Te Runanga o Ngā Toa Awhina say they hope to be at the forefront of championing change for Māori women in a new claim lodged with the Waitangi Tribunal which seeks to address Crown failures to address inequities for Māori women in employment.
For women who experience additional discrimination simply because they are Māori, the fight for equal treatment in employment is underway.
Representative for the Public Service Association, Marcia Puru says, "These inequities and disparities have existed mai rano. They're not new to us but what we do know is that there has never been a process to properly assess and analyse the extent of the discrimination and disparities."
According to figures by the State Services Commission, ethnic pay gap trends have not improved, with Māori earning 11.2% less than Europeans.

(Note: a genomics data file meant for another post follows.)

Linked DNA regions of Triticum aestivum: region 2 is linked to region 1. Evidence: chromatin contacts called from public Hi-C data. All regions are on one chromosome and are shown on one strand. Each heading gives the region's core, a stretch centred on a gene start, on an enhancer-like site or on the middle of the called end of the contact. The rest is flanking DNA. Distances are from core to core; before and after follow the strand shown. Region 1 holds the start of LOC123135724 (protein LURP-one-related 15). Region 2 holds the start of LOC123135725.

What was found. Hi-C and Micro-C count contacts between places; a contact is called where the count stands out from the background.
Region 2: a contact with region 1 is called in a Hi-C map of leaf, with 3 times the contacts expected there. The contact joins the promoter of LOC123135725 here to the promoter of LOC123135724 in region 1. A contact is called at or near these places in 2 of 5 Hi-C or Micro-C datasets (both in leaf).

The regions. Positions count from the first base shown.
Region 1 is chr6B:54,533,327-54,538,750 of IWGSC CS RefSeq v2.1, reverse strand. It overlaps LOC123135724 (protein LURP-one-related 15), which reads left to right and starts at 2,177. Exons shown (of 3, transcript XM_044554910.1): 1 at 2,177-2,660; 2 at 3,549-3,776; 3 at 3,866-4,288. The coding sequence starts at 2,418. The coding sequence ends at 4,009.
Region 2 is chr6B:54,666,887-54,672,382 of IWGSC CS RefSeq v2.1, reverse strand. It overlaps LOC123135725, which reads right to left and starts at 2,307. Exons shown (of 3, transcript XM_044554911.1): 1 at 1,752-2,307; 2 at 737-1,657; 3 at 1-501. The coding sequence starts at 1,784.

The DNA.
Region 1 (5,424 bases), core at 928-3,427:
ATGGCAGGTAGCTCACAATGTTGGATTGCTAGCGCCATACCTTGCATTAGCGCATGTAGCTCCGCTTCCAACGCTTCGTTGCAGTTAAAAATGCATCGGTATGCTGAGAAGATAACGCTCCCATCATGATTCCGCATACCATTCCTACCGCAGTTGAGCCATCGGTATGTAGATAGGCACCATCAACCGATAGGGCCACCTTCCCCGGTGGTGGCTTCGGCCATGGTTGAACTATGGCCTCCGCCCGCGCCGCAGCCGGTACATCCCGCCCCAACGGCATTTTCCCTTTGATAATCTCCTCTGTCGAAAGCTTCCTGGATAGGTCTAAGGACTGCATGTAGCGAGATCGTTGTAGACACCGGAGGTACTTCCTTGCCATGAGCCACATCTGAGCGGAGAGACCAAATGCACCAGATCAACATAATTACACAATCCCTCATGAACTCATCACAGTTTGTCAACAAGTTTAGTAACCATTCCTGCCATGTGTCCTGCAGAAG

PSA National Secretary Glenn Barclay says, "There's that kind of occupational segregation that because they're in those lower paid occupations they're earning less- and I suspect that that's the main contributor. So, are we undervaluing those occupations? I suspect we probably are."
Puru says the problem includes the failure of the education system to prepare Māori women for employment, elimination of discrimination in the workplace and targeting services to enhance their lives.
The union hopes the claim will help increase the understanding of the effects on their families and wider communities.
Minister for Women Julie Anne Genter says Māori and Pacific women are a government priority.
"We've identified that in closing the gender pay gap there is a particular focus on wahine Māori because their pay gap is so much worse. The work that the rest of the government is focused on acknowledges that the work for wahine Māori has been poor and there's more that we need to do."
The claim now goes into a research phase before a hearing.